The To-Do Pile
When sorting through clothing you probably saw a few things that needed repairs or altering. Sort through your to-do pile and schedule out time to actually get these things taken care of.
Don’t want to commit time to taking your clothes to the tailor (or pay for it)? Then you probably don’t need to keep those items in any capacity. Offer them up to friends as “project” pieces or to your Buy Nothing Group before tossing.
Also in the to-do pile can be items you would like to sell. Again, schedule in the time to either take photos and list online, or take the clothing to consignment stores.
A super easy way to sell clothing is through ThredUP. I have personally used ThredUP’s consignment services before and can say that it is a VERY easy process. The only downside is that you get less money for the clothing you sell on ThredUP than you would selling through Poshmark or eBay.
When you send in your first Clean Out Kit, you’ll get $10 to shop on ThredUP! Just use my referral link here and they will get a prepaid shipping label to you.
Make a List for your Minimalist Wardrobe Must-Haves
After you’ve decluttered your wardrobe, take a step back and see what might be missing. Do you need a pair of jeans that actually fit and look good? Maybe a tan cardigan could pull all of your fall looks together. Or perhaps you need a pair of high quality loafers or sandals to look and feel put together.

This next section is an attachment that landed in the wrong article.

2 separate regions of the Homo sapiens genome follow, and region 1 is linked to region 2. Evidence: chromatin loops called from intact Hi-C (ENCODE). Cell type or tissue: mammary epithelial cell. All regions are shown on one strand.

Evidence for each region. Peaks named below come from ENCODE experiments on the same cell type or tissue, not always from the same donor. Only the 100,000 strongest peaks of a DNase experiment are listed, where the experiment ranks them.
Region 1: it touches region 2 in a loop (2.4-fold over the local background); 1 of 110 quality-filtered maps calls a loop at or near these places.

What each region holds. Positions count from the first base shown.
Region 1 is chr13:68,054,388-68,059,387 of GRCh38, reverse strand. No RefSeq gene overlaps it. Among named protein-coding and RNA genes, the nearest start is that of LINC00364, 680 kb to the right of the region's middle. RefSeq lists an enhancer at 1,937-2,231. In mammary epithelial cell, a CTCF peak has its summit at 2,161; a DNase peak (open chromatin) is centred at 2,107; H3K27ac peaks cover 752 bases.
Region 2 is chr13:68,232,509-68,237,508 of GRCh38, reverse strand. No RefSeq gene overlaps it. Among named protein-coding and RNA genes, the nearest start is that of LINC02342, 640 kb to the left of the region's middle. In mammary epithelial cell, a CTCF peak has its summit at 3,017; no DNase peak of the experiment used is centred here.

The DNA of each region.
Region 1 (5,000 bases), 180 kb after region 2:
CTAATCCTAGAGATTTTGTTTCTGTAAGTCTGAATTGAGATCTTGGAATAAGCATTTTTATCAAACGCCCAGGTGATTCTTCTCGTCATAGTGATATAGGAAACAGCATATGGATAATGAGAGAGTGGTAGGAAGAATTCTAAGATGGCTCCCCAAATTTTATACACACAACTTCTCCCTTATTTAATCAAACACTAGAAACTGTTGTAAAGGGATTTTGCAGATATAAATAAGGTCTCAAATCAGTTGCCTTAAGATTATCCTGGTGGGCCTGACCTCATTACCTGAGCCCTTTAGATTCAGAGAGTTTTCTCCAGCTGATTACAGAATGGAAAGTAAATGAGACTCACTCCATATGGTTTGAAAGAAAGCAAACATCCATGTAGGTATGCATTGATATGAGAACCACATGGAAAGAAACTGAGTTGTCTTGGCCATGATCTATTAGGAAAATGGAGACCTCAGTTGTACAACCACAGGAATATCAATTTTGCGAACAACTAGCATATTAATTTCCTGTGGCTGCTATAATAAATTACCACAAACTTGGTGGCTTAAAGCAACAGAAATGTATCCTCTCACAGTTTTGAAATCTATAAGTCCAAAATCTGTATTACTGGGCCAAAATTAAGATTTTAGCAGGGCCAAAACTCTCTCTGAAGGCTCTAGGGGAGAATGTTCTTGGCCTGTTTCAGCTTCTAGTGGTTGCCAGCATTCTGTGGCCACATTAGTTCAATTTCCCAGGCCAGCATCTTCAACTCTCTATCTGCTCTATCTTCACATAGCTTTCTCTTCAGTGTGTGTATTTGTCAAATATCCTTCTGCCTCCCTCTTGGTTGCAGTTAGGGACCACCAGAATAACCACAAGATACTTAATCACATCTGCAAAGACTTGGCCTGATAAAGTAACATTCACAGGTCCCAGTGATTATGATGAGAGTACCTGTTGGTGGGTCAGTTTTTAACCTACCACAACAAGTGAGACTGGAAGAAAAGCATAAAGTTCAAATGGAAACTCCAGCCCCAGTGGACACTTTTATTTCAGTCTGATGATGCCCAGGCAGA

Keep a running list of these items that you need to fill the holes in your wardrobe either on your phone, in your planner, or in a notebook you use regularly.
This list prevents you from buying clothing on impulse and allows you time to check out thrift stores, find sales, and really just find what you really love.
Here’s my list that I’ve kept for several months now:
- Neutral color, no pattern skirt
- Cream/oatmeal color cardigan
Do you see the theme there? Everything on the list is pretty basic because I love to mix and match my solids with stripes that I already own.
However, this year I am committed to not buying any clothing (see our list of 21 things we won’t buy in 2021). When the time comes though, and a favorite piece wears out or I lose weight, I’ll know exactly what I want and need to purchase.
Finding Contentment with Your Minimalist Wardrobe
The minimalist wardrobe is all about loving what you wear, feeling comfortable, and looking great. Once you find what works for you and your life, you have found your style. You can let go of the things you no longer wear or love and find contentment with your current wardrobe.